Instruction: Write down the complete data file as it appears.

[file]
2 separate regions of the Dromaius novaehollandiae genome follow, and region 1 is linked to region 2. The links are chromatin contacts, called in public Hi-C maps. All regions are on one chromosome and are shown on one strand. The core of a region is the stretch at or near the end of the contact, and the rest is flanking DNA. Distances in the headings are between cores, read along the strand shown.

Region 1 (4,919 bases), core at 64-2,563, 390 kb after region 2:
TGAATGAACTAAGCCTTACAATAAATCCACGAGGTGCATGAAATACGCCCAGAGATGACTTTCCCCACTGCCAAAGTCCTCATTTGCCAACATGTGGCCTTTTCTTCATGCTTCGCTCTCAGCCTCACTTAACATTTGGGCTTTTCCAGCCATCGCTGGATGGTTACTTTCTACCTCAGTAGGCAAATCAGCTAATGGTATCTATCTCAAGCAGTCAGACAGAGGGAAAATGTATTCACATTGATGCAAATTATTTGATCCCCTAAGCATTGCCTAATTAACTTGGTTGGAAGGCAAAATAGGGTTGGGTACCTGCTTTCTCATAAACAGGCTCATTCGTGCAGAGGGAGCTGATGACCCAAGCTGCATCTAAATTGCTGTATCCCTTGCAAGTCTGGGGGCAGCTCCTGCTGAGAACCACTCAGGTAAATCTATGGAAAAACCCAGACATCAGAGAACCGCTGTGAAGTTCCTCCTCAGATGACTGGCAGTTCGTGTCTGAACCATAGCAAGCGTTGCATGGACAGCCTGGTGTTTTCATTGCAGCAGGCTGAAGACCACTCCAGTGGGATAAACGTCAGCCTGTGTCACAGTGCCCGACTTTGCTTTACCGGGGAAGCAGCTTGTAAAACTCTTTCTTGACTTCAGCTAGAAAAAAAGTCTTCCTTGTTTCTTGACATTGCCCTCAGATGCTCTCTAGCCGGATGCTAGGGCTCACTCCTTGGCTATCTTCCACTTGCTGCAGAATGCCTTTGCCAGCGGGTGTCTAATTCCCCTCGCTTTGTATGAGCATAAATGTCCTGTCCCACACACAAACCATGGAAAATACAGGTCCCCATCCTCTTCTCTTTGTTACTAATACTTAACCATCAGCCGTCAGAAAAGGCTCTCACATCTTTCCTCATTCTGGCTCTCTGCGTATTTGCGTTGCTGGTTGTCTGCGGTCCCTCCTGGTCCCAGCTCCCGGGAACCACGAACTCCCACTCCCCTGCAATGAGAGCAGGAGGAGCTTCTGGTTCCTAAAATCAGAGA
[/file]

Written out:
2 separate regions of the Dromaius novaehollandiae genome follow, and region 1 is linked to region 2. The links are chromatin contacts, called in public Hi-C maps. All regions are on one chromosome and are shown on one strand. The core of a region is the stretch at or near the end of the contact, and the rest is flanking DNA. Distances in the headings are between cores, read along the strand shown.

Region 1 (4,919 bases), core at 64-2,563, 390 kb after region 2:
TGAATGAACTAAGCCTTACAATAAATCCACGAGGTGCATGAAATACGCCCAGAGATGACTTTCCCCACTGCCAAAGTCCTCATTTGCCAACATGTGGCCTTTTCTTCATGCTTCGCTCTCAGCCTCACTTAACATTTGGGCTTTTCCAGCCATCGCTGGATGGTTACTTTCTACCTCAGTAGGCAAATCAGCTAATGGTATCTATCTCAAGCAGTCAGACAGAGGGAAAATGTATTCACATTGATGCAAATTATTTGATCCCCTAAGCATTGCCTAATTAACTTGGTTGGAAGGCAAAATAGGGTTGGGTACCTGCTTTCTCATAAACAGGCTCATTCGTGCAGAGGGAGCTGATGACCCAAGCTGCATCTAAATTGCTGTATCCCTTGCAAGTCTGGGGGCAGCTCCTGCTGAGAACCACTCAGGTAAATCTATGGAAAAACCCAGACATCAGAGAACCGCTGTGAAGTTCCTCCTCAGATGACTGGCAGTTCGTGTCTGAACCATAGCAAGCGTTGCATGGACAGCCTGGTGTTTTCATTGCAGCAGGCTGAAGACCACTCCAGTGGGATAAACGTCAGCCTGTGTCACAGTGCCCGACTTTGCTTTACCGGGGAAGCAGCTTGTAAAACTCTTTCTTGACTTCAGCTAGAAAAAAAGTCTTCCTTGTTTCTTGACATTGCCCTCAGATGCTCTCTAGCCGGATGCTAGGGCTCACTCCTTGGCTATCTTCCACTTGCTGCAGAATGCCTTTGCCAGCGGGTGTCTAATTCCCCTCGCTTTGTATGAGCATAAATGTCCTGTCCCACACACAAACCATGGAAAATACAGGTCCCCATCCTCTTCTCTTTGTTACTAATACTTAACCATCAGCCGTCAGAAAAGGCTCTCACATCTTTCCTCATTCTGGCTCTCTGCGTATTTGCGTTGCTGGTTGTCTGCGGTCCCTCCTGGTCCCAGCTCCCGGGAACCACGAACTCCCACTCCCCTGCAATGAGAGCAGGAGGAGCTTCTGGTTCCTAAAATCAGAGA